For weeks, specialists have warned of the problems that could be caused these days trapped in boys and girls and, now, a study on Chinese schoolchildren provides context to the debate. One in five minors in Hubei province had depressive or anxiety symptoms after a month of confinement at home. More specifically, in Wuhan, the figure for schoolchildren with depressive signs grew to 26%.
This study, carried out by the universities of Huazhong (China) and South Carolina (USA), included the participation of 1,800 preadolescent schoolchildren from the province of Hubei, from the cities of Wuhan and Huangshi, located 100 kilometers from the capital. The results, published in the journal JAMA Pediatrics, indicate that 22.6% of the students showed having depressive symptoms, more than five points higher than in other investigations in primary schools in China.
Furthermore, the study found that 18.9% of students reported symptoms of anxiety, which is higher than the prevalence in other surveys. These findings suggest that serious infectious diseases can influence children’s mental health like other traumatic experiences do. On average, the kids in the study had been confined for 34 days when they participated.
One of the striking aspects of the study has to do with the relationship between these symptoms and the optimism of the kids and their fear of getting infected ―difficulties to fall asleep, restlessness and fear of going out, anxiety to avoid danger, the virus or in case the police scold them―.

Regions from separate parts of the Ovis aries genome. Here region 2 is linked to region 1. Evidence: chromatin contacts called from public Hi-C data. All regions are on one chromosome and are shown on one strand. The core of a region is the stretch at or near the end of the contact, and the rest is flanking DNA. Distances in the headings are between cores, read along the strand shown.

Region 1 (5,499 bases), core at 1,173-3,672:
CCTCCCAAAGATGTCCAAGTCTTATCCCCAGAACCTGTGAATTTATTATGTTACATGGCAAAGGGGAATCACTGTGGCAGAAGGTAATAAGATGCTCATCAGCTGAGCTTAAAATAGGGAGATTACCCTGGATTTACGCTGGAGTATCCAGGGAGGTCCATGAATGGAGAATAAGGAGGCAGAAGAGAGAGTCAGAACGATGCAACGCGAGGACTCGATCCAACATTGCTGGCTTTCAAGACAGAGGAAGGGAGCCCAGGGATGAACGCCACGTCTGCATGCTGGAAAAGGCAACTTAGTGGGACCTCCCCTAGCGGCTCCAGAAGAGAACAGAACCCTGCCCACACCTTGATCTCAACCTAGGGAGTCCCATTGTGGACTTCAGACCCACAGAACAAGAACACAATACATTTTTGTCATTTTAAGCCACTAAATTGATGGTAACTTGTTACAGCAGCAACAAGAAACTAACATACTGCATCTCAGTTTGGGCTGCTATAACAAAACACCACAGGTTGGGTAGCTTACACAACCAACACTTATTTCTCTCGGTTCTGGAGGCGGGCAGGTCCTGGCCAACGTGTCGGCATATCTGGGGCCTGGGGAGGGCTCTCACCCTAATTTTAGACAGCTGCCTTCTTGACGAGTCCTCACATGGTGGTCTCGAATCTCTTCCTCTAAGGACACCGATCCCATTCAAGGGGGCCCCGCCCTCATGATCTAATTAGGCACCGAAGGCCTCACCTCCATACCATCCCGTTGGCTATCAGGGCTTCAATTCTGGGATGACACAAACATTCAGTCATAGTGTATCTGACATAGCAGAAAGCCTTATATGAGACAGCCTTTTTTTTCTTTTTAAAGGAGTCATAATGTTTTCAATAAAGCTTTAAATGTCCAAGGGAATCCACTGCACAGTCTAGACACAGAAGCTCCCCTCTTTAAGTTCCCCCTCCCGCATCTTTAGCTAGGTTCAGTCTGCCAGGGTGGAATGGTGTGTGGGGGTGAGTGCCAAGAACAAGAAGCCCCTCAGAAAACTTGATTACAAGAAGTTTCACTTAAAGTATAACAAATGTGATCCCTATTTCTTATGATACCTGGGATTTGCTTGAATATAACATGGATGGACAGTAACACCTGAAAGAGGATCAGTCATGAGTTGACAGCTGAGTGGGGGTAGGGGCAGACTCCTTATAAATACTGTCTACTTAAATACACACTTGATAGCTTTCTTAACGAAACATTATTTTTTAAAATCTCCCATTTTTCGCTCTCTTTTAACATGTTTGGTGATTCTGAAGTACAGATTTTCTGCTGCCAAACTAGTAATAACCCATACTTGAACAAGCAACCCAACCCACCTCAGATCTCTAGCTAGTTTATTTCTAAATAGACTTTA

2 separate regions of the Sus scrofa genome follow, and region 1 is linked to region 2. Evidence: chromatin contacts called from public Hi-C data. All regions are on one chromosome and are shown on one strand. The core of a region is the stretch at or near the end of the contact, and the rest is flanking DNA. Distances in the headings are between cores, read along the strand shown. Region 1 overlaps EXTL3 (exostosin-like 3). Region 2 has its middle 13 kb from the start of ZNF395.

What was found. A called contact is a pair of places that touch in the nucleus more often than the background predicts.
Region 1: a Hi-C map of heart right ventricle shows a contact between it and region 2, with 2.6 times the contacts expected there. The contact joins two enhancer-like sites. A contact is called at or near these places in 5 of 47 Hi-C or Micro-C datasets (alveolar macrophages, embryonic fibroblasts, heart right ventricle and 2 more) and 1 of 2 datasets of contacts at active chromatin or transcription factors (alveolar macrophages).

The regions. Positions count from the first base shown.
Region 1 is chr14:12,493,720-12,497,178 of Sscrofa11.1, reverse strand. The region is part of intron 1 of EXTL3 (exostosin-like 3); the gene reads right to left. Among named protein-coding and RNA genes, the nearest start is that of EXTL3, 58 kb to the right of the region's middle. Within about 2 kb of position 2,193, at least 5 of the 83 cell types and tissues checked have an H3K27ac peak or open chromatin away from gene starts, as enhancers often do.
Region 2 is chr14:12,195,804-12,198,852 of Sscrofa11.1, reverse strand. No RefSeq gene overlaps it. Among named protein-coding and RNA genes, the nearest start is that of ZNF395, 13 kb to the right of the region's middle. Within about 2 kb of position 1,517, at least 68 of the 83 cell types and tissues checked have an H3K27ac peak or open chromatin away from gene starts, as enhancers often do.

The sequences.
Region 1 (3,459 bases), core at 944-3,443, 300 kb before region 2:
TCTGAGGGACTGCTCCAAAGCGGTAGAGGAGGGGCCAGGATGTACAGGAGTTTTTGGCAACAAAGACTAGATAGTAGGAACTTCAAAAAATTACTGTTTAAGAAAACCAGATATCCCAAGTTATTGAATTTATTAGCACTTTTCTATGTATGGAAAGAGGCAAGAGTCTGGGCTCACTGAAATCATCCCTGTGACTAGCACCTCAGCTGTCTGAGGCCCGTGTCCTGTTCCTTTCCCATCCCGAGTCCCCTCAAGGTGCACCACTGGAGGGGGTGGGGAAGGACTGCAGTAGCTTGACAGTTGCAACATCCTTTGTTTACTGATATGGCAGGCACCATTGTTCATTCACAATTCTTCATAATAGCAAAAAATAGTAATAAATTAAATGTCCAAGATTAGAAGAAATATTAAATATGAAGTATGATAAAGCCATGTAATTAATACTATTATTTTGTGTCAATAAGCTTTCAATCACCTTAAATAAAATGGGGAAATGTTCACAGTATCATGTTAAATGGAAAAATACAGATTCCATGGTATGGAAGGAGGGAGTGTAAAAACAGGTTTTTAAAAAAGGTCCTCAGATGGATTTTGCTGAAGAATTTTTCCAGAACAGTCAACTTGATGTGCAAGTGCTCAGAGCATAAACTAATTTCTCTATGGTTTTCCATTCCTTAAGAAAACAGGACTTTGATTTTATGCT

Those who were not optimistic about the pandemic, compared to those who were quite optimistic, had significantly higher scores, with an increased risk of depressive symptoms. 21% of optimists had these symptoms, compared to 38% of non-optimists. However, the authors indicate they cannot determine the causality: if they have symptoms, among which pessimism appears or if they were pessimistic before, with negative affectivity and this situation has led to the symptoms.
In any case, 27.7% of Hubei schoolchildren with the most fear of catching had depressive symptoms, compared to 16.6% who did not have that fear.
Link to the paper: https://doi.org/10.1001/jamapediatrics.2020.1619
Editorial Disclaimer: information published during the 2020 COVID-19 pandemic may be updated frequently to reflect the dynamic nature of current understanding.